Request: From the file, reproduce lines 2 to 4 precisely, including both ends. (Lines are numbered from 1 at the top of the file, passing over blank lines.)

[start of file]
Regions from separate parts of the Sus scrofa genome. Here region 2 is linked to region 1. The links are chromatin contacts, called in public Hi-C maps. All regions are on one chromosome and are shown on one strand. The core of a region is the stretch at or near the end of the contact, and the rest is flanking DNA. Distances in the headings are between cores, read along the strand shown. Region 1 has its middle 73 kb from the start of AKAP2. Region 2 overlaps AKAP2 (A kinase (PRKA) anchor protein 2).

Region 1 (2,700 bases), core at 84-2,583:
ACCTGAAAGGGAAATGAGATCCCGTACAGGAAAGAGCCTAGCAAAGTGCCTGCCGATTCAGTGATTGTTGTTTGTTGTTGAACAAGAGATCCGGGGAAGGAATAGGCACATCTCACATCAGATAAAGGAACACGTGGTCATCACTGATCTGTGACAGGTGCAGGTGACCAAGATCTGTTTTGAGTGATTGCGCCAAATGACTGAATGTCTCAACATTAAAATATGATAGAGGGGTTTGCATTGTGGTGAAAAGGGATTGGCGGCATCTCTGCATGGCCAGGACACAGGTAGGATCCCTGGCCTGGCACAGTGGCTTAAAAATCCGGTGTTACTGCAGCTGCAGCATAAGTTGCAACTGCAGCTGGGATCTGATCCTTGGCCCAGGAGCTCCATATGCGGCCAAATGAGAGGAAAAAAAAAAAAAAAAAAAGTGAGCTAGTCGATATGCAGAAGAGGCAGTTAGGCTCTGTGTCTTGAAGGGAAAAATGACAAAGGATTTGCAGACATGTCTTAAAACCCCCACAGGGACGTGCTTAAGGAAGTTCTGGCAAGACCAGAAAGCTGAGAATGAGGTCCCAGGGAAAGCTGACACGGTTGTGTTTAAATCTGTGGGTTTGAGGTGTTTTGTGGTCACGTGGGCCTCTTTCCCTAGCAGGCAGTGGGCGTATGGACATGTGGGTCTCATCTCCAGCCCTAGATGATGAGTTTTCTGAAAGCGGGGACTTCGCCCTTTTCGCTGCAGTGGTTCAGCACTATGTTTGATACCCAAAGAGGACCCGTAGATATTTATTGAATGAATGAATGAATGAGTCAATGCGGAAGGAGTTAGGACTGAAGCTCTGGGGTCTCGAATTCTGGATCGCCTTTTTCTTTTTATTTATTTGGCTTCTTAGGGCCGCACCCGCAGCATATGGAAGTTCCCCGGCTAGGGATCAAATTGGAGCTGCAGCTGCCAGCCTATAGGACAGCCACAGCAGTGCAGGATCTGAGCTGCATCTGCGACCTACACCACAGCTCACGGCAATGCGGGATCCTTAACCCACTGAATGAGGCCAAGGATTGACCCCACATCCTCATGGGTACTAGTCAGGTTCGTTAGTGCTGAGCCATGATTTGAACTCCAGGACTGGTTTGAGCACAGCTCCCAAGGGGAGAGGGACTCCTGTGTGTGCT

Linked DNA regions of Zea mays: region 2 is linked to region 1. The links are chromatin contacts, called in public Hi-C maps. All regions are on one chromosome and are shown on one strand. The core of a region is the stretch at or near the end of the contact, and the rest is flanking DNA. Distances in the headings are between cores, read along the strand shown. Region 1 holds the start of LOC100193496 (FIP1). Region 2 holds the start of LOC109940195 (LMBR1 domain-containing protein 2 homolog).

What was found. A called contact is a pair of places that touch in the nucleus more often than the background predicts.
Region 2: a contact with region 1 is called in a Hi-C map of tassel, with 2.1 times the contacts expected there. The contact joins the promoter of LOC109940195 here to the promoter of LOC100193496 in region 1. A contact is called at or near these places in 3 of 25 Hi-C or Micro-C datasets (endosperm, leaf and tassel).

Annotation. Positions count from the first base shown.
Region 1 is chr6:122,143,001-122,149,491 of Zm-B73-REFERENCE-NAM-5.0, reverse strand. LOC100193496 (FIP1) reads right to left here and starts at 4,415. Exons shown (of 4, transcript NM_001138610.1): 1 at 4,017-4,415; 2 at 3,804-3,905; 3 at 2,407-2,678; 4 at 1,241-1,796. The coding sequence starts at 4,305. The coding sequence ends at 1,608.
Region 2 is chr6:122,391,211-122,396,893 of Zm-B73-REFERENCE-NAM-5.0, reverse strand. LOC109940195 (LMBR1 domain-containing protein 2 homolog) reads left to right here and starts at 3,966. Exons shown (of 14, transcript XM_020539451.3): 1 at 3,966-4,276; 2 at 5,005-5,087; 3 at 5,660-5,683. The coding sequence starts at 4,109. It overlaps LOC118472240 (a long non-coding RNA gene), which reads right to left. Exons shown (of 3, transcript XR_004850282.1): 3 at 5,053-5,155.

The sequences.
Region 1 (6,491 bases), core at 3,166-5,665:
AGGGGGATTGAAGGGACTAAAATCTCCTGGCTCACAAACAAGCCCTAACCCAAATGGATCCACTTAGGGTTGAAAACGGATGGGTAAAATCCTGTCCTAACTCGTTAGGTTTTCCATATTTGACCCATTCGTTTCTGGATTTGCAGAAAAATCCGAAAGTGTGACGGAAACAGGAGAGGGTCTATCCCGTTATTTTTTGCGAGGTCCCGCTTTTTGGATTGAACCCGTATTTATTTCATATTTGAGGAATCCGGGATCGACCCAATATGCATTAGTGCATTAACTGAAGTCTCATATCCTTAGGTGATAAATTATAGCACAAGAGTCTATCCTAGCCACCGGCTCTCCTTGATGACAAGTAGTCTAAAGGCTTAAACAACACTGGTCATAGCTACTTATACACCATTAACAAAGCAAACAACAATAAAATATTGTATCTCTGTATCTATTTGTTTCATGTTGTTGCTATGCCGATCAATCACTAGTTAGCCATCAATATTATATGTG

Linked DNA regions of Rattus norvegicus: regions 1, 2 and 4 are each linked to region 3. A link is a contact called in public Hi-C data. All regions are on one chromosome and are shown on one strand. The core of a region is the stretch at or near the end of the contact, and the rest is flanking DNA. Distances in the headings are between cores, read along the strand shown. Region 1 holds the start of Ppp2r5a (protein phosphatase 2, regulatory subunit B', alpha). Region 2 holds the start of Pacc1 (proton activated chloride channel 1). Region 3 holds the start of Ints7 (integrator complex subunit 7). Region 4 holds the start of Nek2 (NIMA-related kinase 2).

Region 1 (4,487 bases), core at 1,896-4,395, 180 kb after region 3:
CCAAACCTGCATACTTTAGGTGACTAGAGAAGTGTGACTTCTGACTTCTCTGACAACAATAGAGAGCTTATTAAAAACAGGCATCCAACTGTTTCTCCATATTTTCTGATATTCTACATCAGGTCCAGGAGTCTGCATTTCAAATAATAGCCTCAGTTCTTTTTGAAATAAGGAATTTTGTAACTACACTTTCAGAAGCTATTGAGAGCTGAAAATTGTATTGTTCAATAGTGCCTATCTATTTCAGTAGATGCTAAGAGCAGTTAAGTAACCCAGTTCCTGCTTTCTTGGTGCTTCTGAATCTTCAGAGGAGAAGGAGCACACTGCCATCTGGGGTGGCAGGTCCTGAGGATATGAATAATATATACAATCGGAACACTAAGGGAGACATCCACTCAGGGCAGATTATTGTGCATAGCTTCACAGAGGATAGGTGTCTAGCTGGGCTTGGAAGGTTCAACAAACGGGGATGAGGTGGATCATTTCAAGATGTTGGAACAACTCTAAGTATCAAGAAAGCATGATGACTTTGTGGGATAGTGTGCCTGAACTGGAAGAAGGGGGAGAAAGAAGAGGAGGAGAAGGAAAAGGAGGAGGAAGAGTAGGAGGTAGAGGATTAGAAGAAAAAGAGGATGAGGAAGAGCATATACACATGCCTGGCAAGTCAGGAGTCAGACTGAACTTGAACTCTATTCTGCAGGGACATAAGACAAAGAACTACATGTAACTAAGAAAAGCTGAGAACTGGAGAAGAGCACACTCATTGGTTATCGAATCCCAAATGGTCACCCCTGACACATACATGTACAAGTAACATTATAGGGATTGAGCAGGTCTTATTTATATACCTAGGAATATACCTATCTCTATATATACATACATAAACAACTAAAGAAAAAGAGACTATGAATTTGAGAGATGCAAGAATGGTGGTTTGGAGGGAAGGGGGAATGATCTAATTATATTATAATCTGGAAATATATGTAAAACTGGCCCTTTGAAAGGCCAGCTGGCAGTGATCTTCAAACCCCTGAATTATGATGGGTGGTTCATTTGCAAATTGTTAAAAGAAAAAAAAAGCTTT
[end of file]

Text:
Region 1 (2,700 bases), core at 84-2,583:
ACCTGAAAGGGAAATGAGATCCCGTACAGGAAAGAGCCTAGCAAAGTGCCTGCCGATTCAGTGATTGTTGTTTGTTGTTGAACAAGAGATCCGGGGAAGGAATAGGCACATCTCACATCAGATAAAGGAACACGTGGTCATCACTGATCTGTGACAGGTGCAGGTGACCAAGATCTGTTTTGAGTGATTGCGCCAAATGACTGAATGTCTCAACATTAAAATATGATAGAGGGGTTTGCATTGTGGTGAAAAGGGATTGGCGGCATCTCTGCATGGCCAGGACACAGGTAGGATCCCTGGCCTGGCACAGTGGCTTAAAAATCCGGTGTTACTGCAGCTGCAGCATAAGTTGCAACTGCAGCTGGGATCTGATCCTTGGCCCAGGAGCTCCATATGCGGCCAAATGAGAGGAAAAAAAAAAAAAAAAAAAGTGAGCTAGTCGATATGCAGAAGAGGCAGTTAGGCTCTGTGTCTTGAAGGGAAAAATGACAAAGGATTTGCAGACATGTCTTAAAACCCCCACAGGGACGTGCTTAAGGAAGTTCTGGCAAGACCAGAAAGCTGAGAATGAGGTCCCAGGGAAAGCTGACACGGTTGTGTTTAAATCTGTGGGTTTGAGGTGTTTTGTGGTCACGTGGGCCTCTTTCCCTAGCAGGCAGTGGGCGTATGGACATGTGGGTCTCATCTCCAGCCCTAGATGATGAGTTTTCTGAAAGCGGGGACTTCGCCCTTTTCGCTGCAGTGGTTCAGCACTATGTTTGATACCCAAAGAGGACCCGTAGATATTTATTGAATGAATGAATGAATGAGTCAATGCGGAAGGAGTTAGGACTGAAGCTCTGGGGTCTCGAATTCTGGATCGCCTTTTTCTTTTTATTTATTTGGCTTCTTAGGGCCGCACCCGCAGCATATGGAAGTTCCCCGGCTAGGGATCAAATTGGAGCTGCAGCTGCCAGCCTATAGGACAGCCACAGCAGTGCAGGATCTGAGCTGCATCTGCGACCTACACCACAGCTCACGGCAATGCGGGATCCTTAACCCACTGAATGAGGCCAAGGATTGACCCCACATCCTCATGGGTACTAGTCAGGTTCGTTAGTGCTGAGCCATGATTTGAACTCCAGGACTGGTTTGAGCACAGCTCCCAAGGGGAGAGGGACTCCTGTGTGTGCT

Linked DNA regions of Zea mays: region 2 is linked to region 1. The links are chromatin contacts, called in public Hi-C maps. All regions are on one chromosome and are shown on one strand. The core of a region is the stretch at or near the end of the contact, and the rest is flanking DNA. Distances in the headings are between cores, read along the strand shown. Region 1 holds the start of LOC100193496 (FIP1). Region 2 holds the start of LOC109940195 (LMBR1 domain-containing protein 2 homolog).